Comprising around 60 million Americans born between 1996 and 2010, Generation Z promises to provide yet another disruptive influence on the American workforce. Generation Z is the most technologically saavy, global and diverse generation ever. Growing up in a digitally connected world, most of this generation has never known life without smart phones and social media. As such, this generation is even more tech-intuitive than Millennials and can play an important role in helping your company innovate and automate work processes. Unlike many Millennials, however, Generation Z has learned to value their privacy online.
Generation Z grew up in the midst of the Great Recession, and they watched their Generation X parents struggle with financial security, sometimes losing a job in spite of being loyal to the company. As a result, they tend to be less optimistic than Millennials about their future job opportunities. Members of Generation Z are typically mindful of the future, value financial security, and care about the salary and benefit package offered by their place of employment. They expect to make a good salary right out of college but are also willing to work harder for their paycheck. Many in Generation Z also have entrepreneurial aspirations, and expect to change jobs often.
Strengths: Ambitious, hardworking, natural entrepreneurs, expert multi-taskers, driven to make an impact on both the company and the world, project oriented
Weaknesses: Usually prefer extensive feedback from superiors, can be cynical, often lack company loyalty, over-reliance on technology to solve problems
Motivation: Motivated by salary, prefer genuine face-to-face connection with management over email, having an impact on the world may be more important to Generation Z than their jobs
Work Style: Work/life balance is important to them, enjoy multi-tasking with a variety of different electronic devices
Best Practices for Building a Cohesive Multi-Generational Workforce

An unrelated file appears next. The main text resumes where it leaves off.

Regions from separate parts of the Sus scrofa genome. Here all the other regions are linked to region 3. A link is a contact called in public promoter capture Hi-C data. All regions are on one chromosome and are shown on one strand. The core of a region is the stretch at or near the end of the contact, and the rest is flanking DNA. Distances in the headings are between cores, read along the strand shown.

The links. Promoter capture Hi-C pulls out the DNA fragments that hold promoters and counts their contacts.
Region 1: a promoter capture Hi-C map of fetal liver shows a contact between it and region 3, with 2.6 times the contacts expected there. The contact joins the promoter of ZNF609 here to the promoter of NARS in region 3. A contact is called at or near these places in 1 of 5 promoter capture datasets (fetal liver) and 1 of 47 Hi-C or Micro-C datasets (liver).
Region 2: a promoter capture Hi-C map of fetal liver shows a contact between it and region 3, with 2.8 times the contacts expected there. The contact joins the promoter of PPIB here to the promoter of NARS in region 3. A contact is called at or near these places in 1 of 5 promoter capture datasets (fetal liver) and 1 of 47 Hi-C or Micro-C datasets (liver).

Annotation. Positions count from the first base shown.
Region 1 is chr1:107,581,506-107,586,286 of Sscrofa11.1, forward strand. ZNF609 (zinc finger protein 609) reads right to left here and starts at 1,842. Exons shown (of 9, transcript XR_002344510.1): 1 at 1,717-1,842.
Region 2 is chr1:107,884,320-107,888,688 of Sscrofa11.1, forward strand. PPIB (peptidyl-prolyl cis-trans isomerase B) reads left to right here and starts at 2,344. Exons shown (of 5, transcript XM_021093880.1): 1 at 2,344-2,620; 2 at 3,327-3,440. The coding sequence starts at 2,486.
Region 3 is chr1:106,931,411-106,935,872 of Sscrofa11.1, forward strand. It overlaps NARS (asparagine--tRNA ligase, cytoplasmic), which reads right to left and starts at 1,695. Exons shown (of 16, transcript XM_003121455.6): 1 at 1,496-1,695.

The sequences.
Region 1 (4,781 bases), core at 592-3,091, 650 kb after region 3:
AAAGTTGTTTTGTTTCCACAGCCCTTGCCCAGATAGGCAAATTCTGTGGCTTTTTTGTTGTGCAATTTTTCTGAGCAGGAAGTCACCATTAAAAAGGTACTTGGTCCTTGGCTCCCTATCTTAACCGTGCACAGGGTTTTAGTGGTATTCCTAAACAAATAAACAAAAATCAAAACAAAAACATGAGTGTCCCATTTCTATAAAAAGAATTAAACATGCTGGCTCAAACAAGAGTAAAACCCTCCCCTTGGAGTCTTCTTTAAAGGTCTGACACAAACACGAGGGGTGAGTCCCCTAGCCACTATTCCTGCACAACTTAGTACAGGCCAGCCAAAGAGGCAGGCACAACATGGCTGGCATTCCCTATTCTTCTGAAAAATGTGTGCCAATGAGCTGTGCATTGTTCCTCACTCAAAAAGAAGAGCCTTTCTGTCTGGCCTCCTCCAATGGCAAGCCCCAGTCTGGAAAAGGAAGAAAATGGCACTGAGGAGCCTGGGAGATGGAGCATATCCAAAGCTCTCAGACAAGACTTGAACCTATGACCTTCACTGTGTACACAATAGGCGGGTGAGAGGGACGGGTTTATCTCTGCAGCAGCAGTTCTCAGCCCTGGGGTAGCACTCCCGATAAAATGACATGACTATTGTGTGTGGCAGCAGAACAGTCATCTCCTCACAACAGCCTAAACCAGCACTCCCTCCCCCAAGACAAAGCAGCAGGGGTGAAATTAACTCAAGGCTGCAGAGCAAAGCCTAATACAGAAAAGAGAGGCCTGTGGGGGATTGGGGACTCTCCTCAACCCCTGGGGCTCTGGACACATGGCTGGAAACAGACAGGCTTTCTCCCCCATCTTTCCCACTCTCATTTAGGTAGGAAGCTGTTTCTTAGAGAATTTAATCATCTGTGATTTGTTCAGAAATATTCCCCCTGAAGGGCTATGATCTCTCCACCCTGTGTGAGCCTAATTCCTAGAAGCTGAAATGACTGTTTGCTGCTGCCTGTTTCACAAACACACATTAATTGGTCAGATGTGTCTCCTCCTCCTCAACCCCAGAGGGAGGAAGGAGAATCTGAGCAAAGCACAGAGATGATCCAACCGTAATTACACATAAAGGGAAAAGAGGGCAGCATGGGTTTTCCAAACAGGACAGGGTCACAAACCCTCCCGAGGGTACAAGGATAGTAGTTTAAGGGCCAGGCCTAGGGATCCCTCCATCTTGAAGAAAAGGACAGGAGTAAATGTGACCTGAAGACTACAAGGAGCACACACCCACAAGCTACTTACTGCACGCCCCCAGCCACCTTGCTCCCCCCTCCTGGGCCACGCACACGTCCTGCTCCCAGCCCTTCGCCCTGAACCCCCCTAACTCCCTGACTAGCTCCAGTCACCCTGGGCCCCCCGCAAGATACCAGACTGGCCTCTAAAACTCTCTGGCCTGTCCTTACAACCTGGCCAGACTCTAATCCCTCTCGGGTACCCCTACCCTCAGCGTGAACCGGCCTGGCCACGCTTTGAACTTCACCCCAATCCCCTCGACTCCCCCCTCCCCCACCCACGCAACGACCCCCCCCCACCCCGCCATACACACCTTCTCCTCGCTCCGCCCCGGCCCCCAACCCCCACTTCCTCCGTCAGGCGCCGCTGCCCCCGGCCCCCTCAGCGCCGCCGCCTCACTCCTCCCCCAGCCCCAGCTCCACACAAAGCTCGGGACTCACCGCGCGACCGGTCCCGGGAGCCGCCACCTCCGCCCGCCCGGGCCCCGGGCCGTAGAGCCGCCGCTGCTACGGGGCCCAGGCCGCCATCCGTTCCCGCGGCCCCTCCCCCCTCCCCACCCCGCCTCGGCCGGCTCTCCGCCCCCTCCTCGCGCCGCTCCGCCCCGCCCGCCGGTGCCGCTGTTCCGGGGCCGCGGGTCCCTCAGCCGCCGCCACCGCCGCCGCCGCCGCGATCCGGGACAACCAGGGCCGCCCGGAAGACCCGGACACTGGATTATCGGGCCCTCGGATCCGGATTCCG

Now that we have detailed the defining characteristics of each of the four generations that make up the modern workforce, it’s time to discuss how to build a productive and harmonious workplace utilizing this generational diversity. Some best practice recommendations follow:
Workforce Assessment. The first step in your workplace harmonization efforts should be to assess your workforce to establish who makes up your staff and the different dynamics at play in your organization. This assessment should be used to develop a strategic plan to address any deficiencies or challenges that were identified. Some relevant questions which this assessment should answer:
- What are the percentages of each generation in your workforce?
- What is the turnover rate of each generation?
- Are there any generational stereotypes and/or tensions that pervade your workforce?
- Are there any generational gaps that need to be addressed?
- Are all members of all generations considered for promotions?
- Are workers over 50 passed over for promotions because of their age?
- Are all generations involved in making hiring decisions?
- Does the generational composition of your workforce match the generational composition of your customers or desired customers?
Communication. Different generations have different preferred communication styles – Millennials and Generation Z likes to send text messages and instant messages, while Baby Boomers and older Generation Xers usually prefer emails or phone calls. Managers and employees should not be shy in asking people about their preferences and strive to communicate with colleagues in the way each person prefers.
Special Programs/Events. Bringing staff members of different generations together for face-to-face team building exercises or company events (e.g., birthday celebrations, company parties, etc.) can be a useful way to build intergenerational rapport and respect. It can also be helpful to create intergenerational teams that encourage generations to share knowledge and work with each other towards a common goal. Additionally, supporting your employees with programs like re-skilling scholarships is helpful to smooth over generational differences.
Training. It is best practice to conduct regular training sessions for all employees that emphasize the benefits generational diversity and help each generation learn to respect the talents of the others. Managers and supervisors should also attend multi-generational management training. New employee orientation should have a generational diversity component as well. These training sessions can help to increase employee understanding and appreciation of generational differences to reduce any areas of tension. These trainings should also reinforce the idea that, while respecting generational differences is important, it’s also critical that everyone be aligned with and stay focused on the larger goals of the organization.